Northern Long-Eared Bat, Final RulingOrganization:US Fish & Wildlife | Date:June 1, 2019
Final Ruling on the Northern Long-Eared Bat
The northern long-eared bat population has been devastated by the White Nose Syndrome (WNS) throughout the eastern United States. This disease has caused a mortality rate of up to a 90-100% where present. As a result, the U.S. Fish and Wildlife Service (FWS) has listed the northern long-eared bat as threatened and established a new rule, called the 4(d) Rule, to protect the bat population during its most vulnerable life stages in areas where the disease is present.
What Regions Are Affected by WNS and the 4(d) Rule?
The northern long-eared bat’s range spans most of the eastern half of the United States. The 4(d) rule related to forest management is specific to the region impacted by WNS, called the WNS Zone (see map*). Please be aware that WNS is spreading rapidly and, as a result, the areas in which the 4(d) Rule applies are subject to change. Landowners are encouraged to check the status of WNS in their area before implementing forest management activities.
How Does the 4(d) Rule Affect Forest Management?
The rule focuses on forestry activities that include timber removal and may impact the northern long-eared bat during its most vulnerable life stages – during hibernation and during the pup season when pups are too young to fly (June 1-July 31). Within the WNS Zone, the unintentional harm, harassment or death (aka incidental take) of a northern long-eared bat is prohibited when caused by tree removal within ¼ mile of a known hibernaculum (or hibernation site, such as a cave or mine) at any time of year. There is also a seasonal restriction on timber removal around known, occupied maternity roost trees during the pup season when a 150 foot buffer around the maternity roost tree is required. Please note that non-timber removal forestry activities are allowed within these buffers.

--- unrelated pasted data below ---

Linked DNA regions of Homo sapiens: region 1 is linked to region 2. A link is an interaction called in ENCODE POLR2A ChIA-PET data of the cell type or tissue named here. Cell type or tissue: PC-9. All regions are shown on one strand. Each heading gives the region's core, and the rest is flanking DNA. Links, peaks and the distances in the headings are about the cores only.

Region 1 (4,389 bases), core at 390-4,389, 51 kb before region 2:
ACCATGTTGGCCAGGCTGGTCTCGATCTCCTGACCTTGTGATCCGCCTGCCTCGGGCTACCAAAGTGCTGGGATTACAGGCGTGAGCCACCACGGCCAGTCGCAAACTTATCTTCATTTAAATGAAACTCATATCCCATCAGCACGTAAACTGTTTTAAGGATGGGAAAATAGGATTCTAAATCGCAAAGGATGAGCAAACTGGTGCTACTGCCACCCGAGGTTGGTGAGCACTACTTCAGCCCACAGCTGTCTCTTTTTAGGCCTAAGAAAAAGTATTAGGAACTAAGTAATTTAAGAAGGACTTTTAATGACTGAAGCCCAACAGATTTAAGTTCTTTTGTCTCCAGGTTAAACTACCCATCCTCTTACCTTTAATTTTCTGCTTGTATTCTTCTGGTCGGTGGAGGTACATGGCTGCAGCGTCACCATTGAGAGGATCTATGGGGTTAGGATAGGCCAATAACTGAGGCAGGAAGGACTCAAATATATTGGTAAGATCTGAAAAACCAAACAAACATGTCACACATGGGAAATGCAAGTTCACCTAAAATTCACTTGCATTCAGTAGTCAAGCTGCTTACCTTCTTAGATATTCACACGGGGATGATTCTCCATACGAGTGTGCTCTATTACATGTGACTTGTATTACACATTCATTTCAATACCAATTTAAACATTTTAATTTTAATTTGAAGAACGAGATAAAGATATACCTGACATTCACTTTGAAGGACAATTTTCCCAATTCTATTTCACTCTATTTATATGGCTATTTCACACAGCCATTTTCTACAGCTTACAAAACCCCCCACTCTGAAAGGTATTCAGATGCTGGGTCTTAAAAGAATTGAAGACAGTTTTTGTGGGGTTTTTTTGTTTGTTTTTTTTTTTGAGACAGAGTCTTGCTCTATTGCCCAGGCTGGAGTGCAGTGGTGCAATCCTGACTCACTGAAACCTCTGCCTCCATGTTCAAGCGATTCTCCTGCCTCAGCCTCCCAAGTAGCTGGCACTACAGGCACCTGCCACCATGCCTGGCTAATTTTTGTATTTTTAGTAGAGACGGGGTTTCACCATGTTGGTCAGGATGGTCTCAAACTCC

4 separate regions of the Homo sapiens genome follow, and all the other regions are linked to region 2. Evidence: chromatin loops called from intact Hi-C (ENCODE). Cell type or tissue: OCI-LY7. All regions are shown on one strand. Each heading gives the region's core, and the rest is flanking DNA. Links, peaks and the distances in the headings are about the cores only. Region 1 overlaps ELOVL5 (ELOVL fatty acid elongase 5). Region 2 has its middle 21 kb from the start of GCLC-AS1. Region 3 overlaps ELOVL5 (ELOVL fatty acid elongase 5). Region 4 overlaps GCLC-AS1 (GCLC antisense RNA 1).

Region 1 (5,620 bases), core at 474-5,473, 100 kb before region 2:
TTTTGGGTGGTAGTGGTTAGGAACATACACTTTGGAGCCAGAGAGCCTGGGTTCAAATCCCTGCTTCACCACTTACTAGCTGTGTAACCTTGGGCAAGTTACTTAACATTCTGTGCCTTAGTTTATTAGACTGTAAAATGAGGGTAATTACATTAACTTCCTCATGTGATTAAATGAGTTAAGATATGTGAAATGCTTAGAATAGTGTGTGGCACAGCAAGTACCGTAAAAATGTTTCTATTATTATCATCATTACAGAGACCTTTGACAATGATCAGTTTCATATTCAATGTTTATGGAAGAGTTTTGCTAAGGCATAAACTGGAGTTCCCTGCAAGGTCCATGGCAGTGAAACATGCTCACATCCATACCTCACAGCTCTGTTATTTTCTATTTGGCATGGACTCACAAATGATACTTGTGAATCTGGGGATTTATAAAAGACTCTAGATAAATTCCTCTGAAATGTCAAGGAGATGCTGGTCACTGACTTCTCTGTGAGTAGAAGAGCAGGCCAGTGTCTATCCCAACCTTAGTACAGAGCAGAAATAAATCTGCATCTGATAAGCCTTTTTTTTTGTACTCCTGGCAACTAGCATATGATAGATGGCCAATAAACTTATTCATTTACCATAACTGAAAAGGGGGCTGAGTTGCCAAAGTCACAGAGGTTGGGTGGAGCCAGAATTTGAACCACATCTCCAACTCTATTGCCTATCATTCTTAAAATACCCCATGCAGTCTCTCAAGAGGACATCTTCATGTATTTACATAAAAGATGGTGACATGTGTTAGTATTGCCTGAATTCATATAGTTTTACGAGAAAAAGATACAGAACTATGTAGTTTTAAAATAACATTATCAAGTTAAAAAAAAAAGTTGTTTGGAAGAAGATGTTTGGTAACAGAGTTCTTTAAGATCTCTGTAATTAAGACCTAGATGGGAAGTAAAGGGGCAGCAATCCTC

How Do I Know If Northern Long-Eared Bats Exist on My Property?
While a survey prior to timber removal is not required under the 4(d) rule, AFF recommends that landowners consult with their local wildlife agency to determine if a known bat hibernaculum is present on or near their property. If the timber removal project is planned during the northern long-eared pup season (June 1 – July 31), use your local resources to determine if there is a known, occupied roost tree within 150 feet of the activity site. Online resources include State Natural Heritage Inventory Databases and a compilation of related website links at midwest.fws.gov/nleb/.
What Are My Responsibilities Under the 4(d) Rule?
1) Verify the presence or absence of the bat through consultation.
2) If, though consultation with local wildlife agencies or others, you determine that northern long-eared bats are present on your property, you may need to alter your management strategy to ensure protection of the bat and compliance with the 4(d) rule.
3) AFF recommends that landowners create buffers of no timber removal within ¼ mile of a known
hibernacula or within 150 feet of a known, occupied maternity roost tree during the pup season from June 1 through July 31.
4) Remember that non-timber removal forestry activities are allowed within these buffers. Active forest management has many positive impacts on bat habitat, and these regulations have been put in place to protect bats in their most vulnerable life stages.
Guidance is also available from FWS at http://www.fws.gov/Midwest/endangered/mammals/nleb/KeyFinal4dNLEB.html
More information on the 4(d) ruling is available at http://www.fws.gov/Midwest/endangered/mammals/nleb/index.html
* Given the rapid rate of spread of WNS, the WNS Zone map is subject to change and will be updated the first of every month if there are new counties with verified occurrences of WNS. Depicted WNS Zone was accurate as of March 31, 2016.